Google Cracks Down On Sites That Are Losing Importance

There has been a lot of controversy in the world of SEO as of late, mostly centering around the PageRank penalties that Google has been handing out to enforce their paid-link policies.  The members of the SEO community, who do enjoy to voice their opinion from time to time, increased the size of Google's index by about 2.3% blogging about it (just kidding! I love the SEO community).  As more updates to the Toolbar PageRank happened over the weeks, more disgruntled SEOs, webmasters and site owner's came out of the woodwork to express their outrage at Google for decreasing the Toolbar PageRank of their site. 

This outrage was in the form of more blogging which, inevitably, a lot of people were reading.  For a while you would be hard-pressed to find someone who wasn't writing about the latest Google PageRank Massacre.  PageRank was on everyone's mind. 

Those of us, such as myself, who pay little attention to the little green bar sat back and watched, interested in the developments regarding Google's policies and the paid-link debate.  We would sift through post after post of someone denouncing Google because their Toolbar PageRank dropped from a 3 to a 2, loudly proclaiming that they shouldn't be penalized for the 2 paid links they have when the site around the corner has nothing but paid links and cloaked text.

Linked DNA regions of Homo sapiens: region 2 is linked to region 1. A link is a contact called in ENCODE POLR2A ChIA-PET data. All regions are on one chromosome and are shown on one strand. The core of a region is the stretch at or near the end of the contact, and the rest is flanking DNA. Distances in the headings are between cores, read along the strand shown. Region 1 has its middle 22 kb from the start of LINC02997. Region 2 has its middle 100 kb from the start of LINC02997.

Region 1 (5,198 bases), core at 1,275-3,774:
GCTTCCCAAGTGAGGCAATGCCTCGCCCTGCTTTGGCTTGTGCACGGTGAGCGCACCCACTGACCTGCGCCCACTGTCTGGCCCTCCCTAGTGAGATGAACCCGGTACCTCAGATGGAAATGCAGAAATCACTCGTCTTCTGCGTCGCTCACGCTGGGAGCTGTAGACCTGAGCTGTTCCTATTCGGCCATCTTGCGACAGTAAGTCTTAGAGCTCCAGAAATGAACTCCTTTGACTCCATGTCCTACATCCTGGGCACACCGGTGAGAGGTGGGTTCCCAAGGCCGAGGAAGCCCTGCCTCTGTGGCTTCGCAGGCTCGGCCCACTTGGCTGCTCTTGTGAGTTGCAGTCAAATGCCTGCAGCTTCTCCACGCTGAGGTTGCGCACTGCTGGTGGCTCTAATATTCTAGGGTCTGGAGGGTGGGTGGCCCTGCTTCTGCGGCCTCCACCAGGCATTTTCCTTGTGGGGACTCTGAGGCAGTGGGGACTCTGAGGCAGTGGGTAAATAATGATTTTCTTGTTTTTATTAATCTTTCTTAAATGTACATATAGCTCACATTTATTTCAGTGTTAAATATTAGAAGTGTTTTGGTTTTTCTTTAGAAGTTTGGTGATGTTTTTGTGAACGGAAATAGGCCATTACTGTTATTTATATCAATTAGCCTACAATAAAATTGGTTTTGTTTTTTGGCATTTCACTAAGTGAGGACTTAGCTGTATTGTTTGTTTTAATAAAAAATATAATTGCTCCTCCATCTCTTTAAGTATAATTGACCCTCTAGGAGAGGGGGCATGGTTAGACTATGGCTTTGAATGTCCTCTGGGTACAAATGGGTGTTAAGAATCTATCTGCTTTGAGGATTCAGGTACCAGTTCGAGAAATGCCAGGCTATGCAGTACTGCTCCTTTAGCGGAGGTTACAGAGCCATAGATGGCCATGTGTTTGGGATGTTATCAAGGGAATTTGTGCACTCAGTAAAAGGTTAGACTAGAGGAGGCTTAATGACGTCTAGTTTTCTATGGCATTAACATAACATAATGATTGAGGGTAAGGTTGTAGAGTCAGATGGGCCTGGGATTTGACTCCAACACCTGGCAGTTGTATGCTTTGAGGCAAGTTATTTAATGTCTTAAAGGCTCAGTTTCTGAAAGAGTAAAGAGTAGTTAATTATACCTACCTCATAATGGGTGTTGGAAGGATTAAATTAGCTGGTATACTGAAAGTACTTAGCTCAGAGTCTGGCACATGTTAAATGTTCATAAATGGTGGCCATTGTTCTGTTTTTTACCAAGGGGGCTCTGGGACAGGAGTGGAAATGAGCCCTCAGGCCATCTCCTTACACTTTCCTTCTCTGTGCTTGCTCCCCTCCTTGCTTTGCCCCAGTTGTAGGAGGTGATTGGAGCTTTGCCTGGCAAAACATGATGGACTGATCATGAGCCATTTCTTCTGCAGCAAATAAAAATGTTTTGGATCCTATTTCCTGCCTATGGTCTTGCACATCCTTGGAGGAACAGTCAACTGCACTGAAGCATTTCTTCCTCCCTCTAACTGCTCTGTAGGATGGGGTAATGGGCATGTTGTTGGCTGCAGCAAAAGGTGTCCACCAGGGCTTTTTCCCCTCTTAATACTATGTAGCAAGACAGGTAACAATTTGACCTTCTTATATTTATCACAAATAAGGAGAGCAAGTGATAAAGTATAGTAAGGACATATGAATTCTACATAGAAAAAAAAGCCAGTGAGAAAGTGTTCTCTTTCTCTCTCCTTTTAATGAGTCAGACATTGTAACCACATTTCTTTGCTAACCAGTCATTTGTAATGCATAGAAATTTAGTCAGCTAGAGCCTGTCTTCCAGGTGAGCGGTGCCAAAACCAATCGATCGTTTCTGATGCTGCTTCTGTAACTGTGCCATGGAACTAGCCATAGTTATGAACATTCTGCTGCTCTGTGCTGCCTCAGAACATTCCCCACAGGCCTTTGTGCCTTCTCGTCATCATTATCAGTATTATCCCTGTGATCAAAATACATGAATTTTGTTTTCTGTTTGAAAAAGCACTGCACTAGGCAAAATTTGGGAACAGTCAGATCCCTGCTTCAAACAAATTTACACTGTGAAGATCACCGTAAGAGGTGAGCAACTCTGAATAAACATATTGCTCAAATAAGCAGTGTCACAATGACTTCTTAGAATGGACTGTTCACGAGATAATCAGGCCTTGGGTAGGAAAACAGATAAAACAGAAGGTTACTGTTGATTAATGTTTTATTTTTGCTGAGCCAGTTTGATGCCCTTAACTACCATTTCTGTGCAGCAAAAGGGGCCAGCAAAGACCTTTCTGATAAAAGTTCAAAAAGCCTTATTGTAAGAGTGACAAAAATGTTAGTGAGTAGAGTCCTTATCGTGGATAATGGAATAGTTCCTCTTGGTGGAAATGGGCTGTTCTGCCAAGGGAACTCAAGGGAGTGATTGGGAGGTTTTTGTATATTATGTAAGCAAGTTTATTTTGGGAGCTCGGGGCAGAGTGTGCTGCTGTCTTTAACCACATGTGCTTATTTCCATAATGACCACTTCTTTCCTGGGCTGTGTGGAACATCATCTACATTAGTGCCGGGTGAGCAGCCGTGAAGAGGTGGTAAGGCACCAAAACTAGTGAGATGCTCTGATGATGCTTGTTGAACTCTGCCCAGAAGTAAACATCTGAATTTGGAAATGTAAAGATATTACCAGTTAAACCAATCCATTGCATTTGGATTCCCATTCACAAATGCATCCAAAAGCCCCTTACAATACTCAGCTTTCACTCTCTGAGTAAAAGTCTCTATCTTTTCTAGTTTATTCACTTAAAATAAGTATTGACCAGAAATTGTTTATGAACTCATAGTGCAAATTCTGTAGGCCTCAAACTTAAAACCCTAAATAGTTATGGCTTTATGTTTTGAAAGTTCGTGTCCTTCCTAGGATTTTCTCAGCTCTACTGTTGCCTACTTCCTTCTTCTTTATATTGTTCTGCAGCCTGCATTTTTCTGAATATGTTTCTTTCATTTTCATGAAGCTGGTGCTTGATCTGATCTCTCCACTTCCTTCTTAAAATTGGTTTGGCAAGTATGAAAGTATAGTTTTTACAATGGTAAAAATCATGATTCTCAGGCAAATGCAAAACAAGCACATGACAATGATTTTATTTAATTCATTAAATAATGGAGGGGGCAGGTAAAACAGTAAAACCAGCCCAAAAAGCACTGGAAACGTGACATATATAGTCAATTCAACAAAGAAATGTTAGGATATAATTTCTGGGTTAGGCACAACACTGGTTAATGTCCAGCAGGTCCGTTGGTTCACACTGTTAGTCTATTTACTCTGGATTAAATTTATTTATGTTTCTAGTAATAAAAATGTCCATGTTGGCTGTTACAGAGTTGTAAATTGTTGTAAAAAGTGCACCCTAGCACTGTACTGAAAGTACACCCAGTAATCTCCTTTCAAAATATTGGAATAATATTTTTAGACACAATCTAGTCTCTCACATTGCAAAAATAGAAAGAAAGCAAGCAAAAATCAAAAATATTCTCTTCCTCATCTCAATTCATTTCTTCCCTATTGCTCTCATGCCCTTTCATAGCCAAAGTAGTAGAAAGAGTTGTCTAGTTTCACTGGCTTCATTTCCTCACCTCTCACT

As more and more people shared their tragic stories of their little green bar shrinking I started to notice that something was missing in the SEO blog community.  No-one was complaining about their ranking positions anymore, wondering how their site could not possibly be in the top then when they had a 900 characters in their meta keywords tag and was positioning a div full of keywords at -9999px to the left.  Suddenly it appeared that everyone had a perfectly optimized site with an abundance of high-value, relevant backlinks with content so useful and compelling that bounce rate was a thing of the past.  But these sites were losing Toolbar PageRank, and since they were shining beacons of optimized perfection the only explanation is that they were casualties of the PageRank Massacre.